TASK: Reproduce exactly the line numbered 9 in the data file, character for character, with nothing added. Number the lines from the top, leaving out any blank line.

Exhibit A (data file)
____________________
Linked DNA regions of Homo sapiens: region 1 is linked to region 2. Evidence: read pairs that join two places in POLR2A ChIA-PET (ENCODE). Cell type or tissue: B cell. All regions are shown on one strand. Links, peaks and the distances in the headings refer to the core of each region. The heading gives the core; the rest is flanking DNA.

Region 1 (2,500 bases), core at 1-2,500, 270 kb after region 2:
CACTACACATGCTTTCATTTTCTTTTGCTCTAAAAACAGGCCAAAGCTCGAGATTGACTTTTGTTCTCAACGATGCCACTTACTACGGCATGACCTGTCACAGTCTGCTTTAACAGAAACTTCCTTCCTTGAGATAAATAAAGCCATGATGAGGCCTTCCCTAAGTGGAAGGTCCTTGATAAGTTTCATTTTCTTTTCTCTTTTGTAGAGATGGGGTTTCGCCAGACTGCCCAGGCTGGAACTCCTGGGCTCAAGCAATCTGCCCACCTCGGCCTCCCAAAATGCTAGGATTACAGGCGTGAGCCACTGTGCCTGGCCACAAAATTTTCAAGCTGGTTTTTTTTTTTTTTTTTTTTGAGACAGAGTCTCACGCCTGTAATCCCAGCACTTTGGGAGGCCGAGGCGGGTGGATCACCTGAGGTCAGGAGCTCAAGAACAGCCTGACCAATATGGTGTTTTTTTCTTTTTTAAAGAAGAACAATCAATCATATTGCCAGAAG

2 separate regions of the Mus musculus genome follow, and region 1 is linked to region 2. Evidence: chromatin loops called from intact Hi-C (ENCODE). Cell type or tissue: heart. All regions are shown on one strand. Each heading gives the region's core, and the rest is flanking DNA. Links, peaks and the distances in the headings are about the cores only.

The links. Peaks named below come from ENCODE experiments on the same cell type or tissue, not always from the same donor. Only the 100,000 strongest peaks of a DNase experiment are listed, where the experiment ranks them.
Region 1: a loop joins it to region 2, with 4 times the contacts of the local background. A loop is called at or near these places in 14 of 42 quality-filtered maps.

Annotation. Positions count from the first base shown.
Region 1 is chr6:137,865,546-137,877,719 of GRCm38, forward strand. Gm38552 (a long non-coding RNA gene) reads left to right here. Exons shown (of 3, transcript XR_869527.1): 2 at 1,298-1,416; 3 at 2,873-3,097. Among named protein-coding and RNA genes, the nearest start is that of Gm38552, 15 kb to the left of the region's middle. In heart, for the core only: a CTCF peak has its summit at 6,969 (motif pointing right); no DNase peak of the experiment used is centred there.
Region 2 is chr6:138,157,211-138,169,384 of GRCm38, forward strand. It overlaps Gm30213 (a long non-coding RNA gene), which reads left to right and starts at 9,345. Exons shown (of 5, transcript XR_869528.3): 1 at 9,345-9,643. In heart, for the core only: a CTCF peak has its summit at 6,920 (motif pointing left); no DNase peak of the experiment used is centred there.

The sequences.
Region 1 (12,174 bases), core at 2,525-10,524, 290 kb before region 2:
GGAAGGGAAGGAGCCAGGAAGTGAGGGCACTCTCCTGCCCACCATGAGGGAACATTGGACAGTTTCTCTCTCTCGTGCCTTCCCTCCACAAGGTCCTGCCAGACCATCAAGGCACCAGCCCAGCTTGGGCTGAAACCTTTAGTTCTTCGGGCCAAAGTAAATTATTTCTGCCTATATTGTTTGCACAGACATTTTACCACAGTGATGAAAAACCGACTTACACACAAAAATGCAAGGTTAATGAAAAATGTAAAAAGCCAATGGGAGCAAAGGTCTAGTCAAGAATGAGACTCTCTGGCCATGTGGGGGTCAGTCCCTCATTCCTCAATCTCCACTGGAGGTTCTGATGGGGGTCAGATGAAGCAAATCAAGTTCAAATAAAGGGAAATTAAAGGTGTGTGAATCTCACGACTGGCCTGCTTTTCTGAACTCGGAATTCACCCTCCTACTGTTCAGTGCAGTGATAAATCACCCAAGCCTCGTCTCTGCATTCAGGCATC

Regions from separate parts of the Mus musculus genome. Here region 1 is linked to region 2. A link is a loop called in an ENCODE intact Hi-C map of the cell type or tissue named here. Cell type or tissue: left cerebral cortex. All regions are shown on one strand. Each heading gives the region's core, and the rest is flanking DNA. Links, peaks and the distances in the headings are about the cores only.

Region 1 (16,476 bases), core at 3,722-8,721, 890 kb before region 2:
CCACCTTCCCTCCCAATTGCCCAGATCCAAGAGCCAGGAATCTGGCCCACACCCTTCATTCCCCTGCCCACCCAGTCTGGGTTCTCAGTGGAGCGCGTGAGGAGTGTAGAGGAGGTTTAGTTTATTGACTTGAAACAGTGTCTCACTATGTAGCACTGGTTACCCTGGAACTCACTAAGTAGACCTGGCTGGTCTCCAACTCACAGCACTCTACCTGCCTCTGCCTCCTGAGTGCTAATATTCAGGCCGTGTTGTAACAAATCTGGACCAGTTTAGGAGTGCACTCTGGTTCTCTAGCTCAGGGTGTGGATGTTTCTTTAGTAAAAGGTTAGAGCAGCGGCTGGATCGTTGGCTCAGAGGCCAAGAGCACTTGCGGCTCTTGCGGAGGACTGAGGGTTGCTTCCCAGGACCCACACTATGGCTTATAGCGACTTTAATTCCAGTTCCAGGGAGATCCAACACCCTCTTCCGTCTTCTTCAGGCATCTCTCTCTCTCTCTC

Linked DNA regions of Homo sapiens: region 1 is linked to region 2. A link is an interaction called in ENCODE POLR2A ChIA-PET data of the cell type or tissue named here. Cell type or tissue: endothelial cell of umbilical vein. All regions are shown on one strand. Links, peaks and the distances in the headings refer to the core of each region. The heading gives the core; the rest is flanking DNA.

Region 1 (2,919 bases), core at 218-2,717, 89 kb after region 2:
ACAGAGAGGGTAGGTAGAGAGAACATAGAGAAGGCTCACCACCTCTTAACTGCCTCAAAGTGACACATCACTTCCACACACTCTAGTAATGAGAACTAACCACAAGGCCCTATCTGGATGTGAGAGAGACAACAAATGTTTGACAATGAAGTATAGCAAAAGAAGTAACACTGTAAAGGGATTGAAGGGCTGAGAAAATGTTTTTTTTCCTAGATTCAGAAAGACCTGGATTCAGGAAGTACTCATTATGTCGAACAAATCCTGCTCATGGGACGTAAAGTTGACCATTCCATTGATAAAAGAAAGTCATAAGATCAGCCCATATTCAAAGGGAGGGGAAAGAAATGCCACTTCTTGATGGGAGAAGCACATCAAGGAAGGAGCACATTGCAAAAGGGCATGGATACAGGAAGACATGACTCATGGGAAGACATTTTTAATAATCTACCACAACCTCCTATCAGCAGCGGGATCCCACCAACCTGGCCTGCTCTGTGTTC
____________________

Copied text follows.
Region 2 is chr6:138,157,211-138,169,384 of GRCm38, forward strand. It overlaps Gm30213 (a long non-coding RNA gene), which reads left to right and starts at 9,345. Exons shown (of 5, transcript XR_869528.3): 1 at 9,345-9,643. In heart, for the core only: a CTCF peak has its summit at 6,920 (motif pointing left); no DNase peak of the experiment used is centred there.